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Published January 31st 2017
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Located just a short trip from Adelaide is South Australia's premier island destination, Kangaroo Island. Just 155km in width makes it Australia's third largest island, and with that comes so many things to see and do that a short trip will never be long enough to experience South Australia's Wild Isle.
With a history of being one of the first places in South Australia discovered by Europeans through to today's modern blend of wilderness and creative experiences, Kangaroo Island is fast becoming a must-see destination on everyone's bucket list.
First discovered in 1802, and continually uncovered ever since, Kangaroo Island is a dream destination. From setting foot on the Island at Penneshaw, where the curious dome highlights the Frenchman's Rock, to the three majestic lighthouses on each corner of the Island, South Australian and maritime history abounds.
But not to be outdone, Kangaroo Island is home to some stunning natural features, including two of Australia's most recognisable icons being Remarkable Rocks and Admirals Arch. Located within a few kilometres of each other, and at the end of a sealed road, both are mandatory stops for every visitor to the Isle.
Just as unique is the wildlife and wildflowers, both of which have thrived in this wilderness environment. The abundant wildlife is everywhere throughout the Island with the Kangaroo Island Kangaroos and Tamar Wallabies being most prolific in the National and Conservation Parks. The Echidnas and Heath Goannas are often seen leaving a trail of destruction as they search for food, while the gum trees are home for Koalas who were relatively late arrivals on the Island during the 20th Century.
But let's not forget that this Island is surrounded by water, and with that water comes Australian seals at Seal Bay, NZ Fur Seals across Cape Du Coeudic, wild dolphins across the north coast and a number of rare birds including the sea osprey, sea eagles, hooded plovers, pelicans and the occasional fairy penguin around Penneshaw.
If adventure is your calling, then you have come to the right place. Just outside of Vivonne Bay, Kangaroo Island Outdoor Action provides quad bike tours of their unique coastal farm property, while just up the road their sister company offers the chance to do some tobogganing on one of the largest inland sand dunes across Australia.
The north coast is home to Kangaroo Island Marine Adventures, sandy waters, and a pod of wild dolphins who take great fun in sharing their waters and waves. And for a different sort of adventure, the Pelican Man at Kingscote is a magnet for these huge water birds as they come in for a regular 5pm feed. Watching the birds as they grovel for the food is exciting, as is watching their takeoff and circling above the crowd with a full stomach, and the consequences that come from that.
For those looking for something a bit quieter, Kangaroo Island has become the land of opportunity for a number of arts, crafts and specialist product retailers. Of particular beauty, the Rustic Blue studio near Vivonne Bay combines a cafe with the arts and crafts, and provides everybody with something to talk about over lunch.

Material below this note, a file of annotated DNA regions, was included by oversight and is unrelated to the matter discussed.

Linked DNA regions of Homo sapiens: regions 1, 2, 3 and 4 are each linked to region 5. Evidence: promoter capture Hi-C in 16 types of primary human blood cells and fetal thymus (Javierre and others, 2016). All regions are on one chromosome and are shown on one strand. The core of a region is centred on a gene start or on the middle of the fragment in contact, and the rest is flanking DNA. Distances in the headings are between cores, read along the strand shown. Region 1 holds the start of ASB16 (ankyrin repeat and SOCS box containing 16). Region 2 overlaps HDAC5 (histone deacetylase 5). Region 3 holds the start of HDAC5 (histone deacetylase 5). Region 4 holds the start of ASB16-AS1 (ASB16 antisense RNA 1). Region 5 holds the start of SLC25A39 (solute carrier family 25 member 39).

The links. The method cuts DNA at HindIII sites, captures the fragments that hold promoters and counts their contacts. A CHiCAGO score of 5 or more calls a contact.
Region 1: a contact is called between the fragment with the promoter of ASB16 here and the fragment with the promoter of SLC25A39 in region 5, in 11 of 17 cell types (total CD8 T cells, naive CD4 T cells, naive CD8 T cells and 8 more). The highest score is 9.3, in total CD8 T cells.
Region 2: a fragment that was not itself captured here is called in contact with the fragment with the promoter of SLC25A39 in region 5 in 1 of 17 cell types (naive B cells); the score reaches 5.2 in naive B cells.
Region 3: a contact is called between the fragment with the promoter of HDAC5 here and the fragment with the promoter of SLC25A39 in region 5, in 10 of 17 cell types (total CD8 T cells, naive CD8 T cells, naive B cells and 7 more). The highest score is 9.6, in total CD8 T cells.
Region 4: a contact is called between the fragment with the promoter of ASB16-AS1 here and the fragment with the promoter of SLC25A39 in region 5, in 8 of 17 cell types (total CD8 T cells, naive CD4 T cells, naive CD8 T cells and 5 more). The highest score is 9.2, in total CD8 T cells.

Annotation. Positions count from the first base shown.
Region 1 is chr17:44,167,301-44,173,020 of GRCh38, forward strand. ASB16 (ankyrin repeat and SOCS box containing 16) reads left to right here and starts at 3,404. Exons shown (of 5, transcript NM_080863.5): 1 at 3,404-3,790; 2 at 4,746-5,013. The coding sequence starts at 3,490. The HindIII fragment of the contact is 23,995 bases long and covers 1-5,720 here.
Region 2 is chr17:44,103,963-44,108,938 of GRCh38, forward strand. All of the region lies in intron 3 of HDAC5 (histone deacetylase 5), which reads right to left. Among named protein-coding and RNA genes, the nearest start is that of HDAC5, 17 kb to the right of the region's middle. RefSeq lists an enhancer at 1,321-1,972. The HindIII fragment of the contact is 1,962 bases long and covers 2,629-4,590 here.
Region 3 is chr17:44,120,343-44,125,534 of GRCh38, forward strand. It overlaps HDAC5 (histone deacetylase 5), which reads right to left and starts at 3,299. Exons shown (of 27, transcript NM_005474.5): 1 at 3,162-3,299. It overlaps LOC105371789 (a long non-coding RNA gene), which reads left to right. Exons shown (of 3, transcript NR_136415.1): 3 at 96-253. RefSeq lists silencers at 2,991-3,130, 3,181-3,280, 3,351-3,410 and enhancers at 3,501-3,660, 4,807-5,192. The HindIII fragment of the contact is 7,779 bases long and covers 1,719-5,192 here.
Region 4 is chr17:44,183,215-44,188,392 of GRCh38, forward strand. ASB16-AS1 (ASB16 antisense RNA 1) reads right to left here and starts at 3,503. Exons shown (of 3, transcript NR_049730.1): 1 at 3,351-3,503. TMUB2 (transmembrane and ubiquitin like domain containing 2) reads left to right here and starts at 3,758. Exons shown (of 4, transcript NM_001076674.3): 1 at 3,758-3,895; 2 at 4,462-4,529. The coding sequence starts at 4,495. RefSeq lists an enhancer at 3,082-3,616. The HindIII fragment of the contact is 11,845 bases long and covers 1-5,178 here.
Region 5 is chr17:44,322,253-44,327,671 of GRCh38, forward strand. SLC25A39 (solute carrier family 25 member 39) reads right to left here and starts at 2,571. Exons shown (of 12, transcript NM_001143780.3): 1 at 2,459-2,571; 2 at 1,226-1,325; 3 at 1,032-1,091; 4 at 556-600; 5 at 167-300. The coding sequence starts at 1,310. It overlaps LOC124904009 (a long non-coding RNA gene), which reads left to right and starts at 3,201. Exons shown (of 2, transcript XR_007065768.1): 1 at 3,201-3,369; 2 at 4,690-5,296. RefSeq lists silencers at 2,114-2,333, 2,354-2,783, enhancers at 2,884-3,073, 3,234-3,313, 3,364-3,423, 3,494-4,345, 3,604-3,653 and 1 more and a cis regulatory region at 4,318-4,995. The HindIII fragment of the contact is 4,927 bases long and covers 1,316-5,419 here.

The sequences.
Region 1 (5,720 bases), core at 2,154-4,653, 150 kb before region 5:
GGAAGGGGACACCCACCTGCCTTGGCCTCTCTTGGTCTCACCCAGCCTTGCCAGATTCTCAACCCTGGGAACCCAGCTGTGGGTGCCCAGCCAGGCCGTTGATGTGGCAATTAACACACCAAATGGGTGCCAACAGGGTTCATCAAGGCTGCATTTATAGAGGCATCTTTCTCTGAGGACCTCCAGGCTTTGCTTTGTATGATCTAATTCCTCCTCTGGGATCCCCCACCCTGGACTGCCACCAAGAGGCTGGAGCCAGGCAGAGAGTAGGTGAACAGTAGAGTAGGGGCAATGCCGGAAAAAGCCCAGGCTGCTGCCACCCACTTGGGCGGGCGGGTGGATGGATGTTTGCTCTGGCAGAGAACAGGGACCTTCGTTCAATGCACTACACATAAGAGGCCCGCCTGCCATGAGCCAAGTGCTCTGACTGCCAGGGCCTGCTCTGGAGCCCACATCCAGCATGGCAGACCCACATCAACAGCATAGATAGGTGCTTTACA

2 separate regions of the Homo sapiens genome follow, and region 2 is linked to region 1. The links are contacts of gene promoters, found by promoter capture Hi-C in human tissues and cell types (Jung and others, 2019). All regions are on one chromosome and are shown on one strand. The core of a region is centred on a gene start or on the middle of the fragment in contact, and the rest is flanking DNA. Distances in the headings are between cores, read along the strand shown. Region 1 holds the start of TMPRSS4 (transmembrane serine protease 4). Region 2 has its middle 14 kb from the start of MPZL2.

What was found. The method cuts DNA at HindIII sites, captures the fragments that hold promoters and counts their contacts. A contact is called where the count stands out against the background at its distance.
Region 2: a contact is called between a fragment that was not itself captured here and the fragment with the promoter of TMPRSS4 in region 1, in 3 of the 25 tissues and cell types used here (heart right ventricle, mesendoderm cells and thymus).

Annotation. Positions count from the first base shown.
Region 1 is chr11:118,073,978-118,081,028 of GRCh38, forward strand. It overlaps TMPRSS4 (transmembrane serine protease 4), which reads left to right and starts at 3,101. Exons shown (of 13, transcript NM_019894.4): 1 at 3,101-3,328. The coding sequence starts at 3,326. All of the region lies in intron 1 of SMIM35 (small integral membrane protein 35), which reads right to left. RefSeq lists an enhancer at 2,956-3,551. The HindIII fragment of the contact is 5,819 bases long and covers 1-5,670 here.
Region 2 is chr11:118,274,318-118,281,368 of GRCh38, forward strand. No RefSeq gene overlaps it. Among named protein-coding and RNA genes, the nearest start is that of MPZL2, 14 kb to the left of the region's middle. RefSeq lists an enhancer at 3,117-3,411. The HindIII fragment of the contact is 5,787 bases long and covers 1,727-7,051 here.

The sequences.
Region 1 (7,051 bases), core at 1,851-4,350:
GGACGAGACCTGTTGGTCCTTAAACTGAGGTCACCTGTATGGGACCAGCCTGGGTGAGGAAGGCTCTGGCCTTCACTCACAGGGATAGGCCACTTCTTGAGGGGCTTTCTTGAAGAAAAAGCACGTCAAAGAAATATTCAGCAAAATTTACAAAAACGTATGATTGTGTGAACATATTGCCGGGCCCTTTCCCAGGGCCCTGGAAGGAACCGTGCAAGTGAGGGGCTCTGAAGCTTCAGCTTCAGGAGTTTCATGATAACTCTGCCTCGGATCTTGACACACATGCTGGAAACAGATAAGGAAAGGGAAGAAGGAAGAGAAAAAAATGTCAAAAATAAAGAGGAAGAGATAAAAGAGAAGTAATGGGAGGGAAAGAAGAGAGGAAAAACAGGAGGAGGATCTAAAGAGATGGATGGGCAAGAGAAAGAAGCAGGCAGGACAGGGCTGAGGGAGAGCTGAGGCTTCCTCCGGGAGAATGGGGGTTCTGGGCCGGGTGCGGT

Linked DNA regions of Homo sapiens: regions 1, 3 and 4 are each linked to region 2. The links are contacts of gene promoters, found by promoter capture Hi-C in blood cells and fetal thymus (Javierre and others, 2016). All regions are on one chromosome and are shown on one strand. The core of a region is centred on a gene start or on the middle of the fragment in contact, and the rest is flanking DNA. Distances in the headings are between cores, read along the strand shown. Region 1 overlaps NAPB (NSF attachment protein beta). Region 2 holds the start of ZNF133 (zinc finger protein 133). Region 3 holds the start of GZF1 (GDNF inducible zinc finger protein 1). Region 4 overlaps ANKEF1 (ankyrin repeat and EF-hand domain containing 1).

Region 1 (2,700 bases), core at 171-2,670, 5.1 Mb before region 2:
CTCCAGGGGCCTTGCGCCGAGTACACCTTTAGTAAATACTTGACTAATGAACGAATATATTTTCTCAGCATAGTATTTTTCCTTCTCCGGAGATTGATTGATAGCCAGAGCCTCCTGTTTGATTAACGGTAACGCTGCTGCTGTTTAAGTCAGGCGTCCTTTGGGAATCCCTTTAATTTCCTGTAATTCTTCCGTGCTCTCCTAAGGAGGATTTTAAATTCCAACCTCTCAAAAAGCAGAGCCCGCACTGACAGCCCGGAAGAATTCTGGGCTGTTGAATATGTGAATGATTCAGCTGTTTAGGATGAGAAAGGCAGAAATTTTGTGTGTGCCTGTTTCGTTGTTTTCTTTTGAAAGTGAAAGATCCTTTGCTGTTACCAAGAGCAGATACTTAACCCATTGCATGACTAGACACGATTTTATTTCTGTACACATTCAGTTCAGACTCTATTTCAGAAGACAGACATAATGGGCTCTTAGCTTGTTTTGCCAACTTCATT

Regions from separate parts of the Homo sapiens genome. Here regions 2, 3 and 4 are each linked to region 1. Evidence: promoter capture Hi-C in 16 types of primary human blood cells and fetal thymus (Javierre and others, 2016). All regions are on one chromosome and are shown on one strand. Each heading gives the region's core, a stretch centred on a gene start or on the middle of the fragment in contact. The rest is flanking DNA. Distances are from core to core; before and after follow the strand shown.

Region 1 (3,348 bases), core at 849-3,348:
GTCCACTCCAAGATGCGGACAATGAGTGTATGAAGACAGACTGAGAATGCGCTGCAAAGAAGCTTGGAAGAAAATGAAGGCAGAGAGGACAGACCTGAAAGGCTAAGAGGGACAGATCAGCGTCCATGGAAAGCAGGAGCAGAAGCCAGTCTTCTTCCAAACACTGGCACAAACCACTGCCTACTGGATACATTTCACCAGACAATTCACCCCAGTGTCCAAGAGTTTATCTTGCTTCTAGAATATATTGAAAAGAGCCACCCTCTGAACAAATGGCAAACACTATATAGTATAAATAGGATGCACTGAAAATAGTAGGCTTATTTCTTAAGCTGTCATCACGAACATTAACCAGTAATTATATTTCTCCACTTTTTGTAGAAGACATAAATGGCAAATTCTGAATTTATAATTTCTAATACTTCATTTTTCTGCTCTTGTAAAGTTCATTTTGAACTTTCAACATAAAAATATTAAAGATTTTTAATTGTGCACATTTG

Meanwhile the Emu Bay Lavender Farm has managed to create many products using lavender as a base, and is rivalled only by the Emu Ridge Eucalyptus farm whose working distillery is one of only a few left in Australia producing products from some of Australia's flora and fauna.
But without a doubt, the iconic walking trail is the Kangaroo Island Walking Trail, a 66km trek through Flinders Chase National Park which is now recognised as one of the great walks of Australia. Done in parts or done as a whole, it is an item on the bucketlist of many walkers.
And during or after a day of activity, food becomes a necessity, and Kangaroo Island is without peers when it comes to food. The Andermel Marron restaurant is a magnet for tourists, as is the world famous Whiting Burger from the Vivonne Bay General Store, the gorgeous breakfasts at Zest and Thyme overlooking Cape Willoughby or the tricks and treats that the team at Hannaford and Sachs prepare under the Enchanted Tree or on the sands of the secluded Snellings Beach.
One of the newer industries to seek refuge on the Island is that of beverage production, which when combined with food and great views makes for a perfect afternoon of relaxation. Outside Kingscote, the newly established Kangaroo Island Brewery offers paddles of craft beer, while down the road Kangaroo island Spirits has created a number of multi-award winning original and flavoured gins.
Over the last decade, the Mediterranean climate has seen the planting of vines, and the subsequent creation of some great wines, and the development of some majestic cellar doors. The Bay of Shoals Wines offers views over the Nepean Bay, while visitors to Dudley Wines clamour for views of Backstairs Passage and the mainland, both of which appear a world away.
Kangaroo Island is just a short trip from Adelaide, either by plane to Kingscote or by ferry from Cape Jervis to Penneshaw. The best time to visit the Island is now, as there is something different every season. For further details refer to either the Kangaroo Island Tourism website or the Sealink website.